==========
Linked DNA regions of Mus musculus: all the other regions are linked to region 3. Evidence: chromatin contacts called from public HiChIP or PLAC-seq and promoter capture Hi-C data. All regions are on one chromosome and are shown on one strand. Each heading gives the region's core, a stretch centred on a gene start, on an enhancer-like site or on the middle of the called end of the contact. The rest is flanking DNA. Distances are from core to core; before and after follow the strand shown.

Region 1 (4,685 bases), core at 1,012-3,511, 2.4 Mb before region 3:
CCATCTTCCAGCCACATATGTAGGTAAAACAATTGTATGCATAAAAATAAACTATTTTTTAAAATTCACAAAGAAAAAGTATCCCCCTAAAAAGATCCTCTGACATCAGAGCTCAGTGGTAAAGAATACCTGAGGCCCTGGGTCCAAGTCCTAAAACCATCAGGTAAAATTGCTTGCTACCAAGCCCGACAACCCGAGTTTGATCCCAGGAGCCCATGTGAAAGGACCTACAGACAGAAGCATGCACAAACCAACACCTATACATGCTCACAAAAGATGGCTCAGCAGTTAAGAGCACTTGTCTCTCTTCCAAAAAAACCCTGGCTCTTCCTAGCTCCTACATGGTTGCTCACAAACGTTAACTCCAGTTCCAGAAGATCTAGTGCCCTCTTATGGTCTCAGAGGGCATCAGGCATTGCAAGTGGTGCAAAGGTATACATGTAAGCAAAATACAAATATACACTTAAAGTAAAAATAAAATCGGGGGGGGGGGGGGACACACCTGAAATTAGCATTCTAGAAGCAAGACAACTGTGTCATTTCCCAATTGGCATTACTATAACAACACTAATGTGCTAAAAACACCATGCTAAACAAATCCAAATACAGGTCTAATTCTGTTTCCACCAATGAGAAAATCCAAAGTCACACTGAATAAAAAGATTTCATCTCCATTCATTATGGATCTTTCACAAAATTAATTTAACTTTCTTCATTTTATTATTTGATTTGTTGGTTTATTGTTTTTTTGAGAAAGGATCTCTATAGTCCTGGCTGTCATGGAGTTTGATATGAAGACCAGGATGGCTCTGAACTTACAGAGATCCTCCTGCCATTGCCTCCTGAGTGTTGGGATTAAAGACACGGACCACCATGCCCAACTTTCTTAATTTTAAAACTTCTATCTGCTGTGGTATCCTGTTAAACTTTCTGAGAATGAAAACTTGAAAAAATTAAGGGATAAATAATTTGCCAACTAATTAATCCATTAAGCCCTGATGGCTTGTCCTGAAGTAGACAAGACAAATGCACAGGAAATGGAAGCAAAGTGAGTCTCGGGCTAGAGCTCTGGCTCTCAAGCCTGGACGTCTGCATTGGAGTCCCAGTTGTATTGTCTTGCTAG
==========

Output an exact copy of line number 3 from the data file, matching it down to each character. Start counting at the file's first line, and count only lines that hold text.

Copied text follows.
CCATCTTCCAGCCACATATGTAGGTAAAACAATTGTATGCATAAAAATAAACTATTTTTTAAAATTCACAAAGAAAAAGTATCCCCCTAAAAAGATCCTCTGACATCAGAGCTCAGTGGTAAAGAATACCTGAGGCCCTGGGTCCAAGTCCTAAAACCATCAGGTAAAATTGCTTGCTACCAAGCCCGACAACCCGAGTTTGATCCCAGGAGCCCATGTGAAAGGACCTACAGACAGAAGCATGCACAAACCAACACCTATACATGCTCACAAAAGATGGCTCAGCAGTTAAGAGCACTTGTCTCTCTTCCAAAAAAACCCTGGCTCTTCCTAGCTCCTACATGGTTGCTCACAAACGTTAACTCCAGTTCCAGAAGATCTAGTGCCCTCTTATGGTCTCAGAGGGCATCAGGCATTGCAAGTGGTGCAAAGGTATACATGTAAGCAAAATACAAATATACACTTAAAGTAAAAATAAAATCGGGGGGGGGGGGGGACACACCTGAAATTAGCATTCTAGAAGCAAGACAACTGTGTCATTTCCCAATTGGCATTACTATAACAACACTAATGTGCTAAAAACACCATGCTAAACAAATCCAAATACAGGTCTAATTCTGTTTCCACCAATGAGAAAATCCAAAGTCACACTGAATAAAAAGATTTCATCTCCATTCATTATGGATCTTTCACAAAATTAATTTAACTTTCTTCATTTTATTATTTGATTTGTTGGTTTATTGTTTTTTTGAGAAAGGATCTCTATAGTCCTGGCTGTCATGGAGTTTGATATGAAGACCAGGATGGCTCTGAACTTACAGAGATCCTCCTGCCATTGCCTCCTGAGTGTTGGGATTAAAGACACGGACCACCATGCCCAACTTTCTTAATTTTAAAACTTCTATCTGCTGTGGTATCCTGTTAAACTTTCTGAGAATGAAAACTTGAAAAAATTAAGGGATAAATAATTTGCCAACTAATTAATCCATTAAGCCCTGATGGCTTGTCCTGAAGTAGACAAGACAAATGCACAGGAAATGGAAGCAAAGTGAGTCTCGGGCTAGAGCTCTGGCTCTCAAGCCTGGACGTCTGCATTGGAGTCCCAGTTGTATTGTCTTGCTAG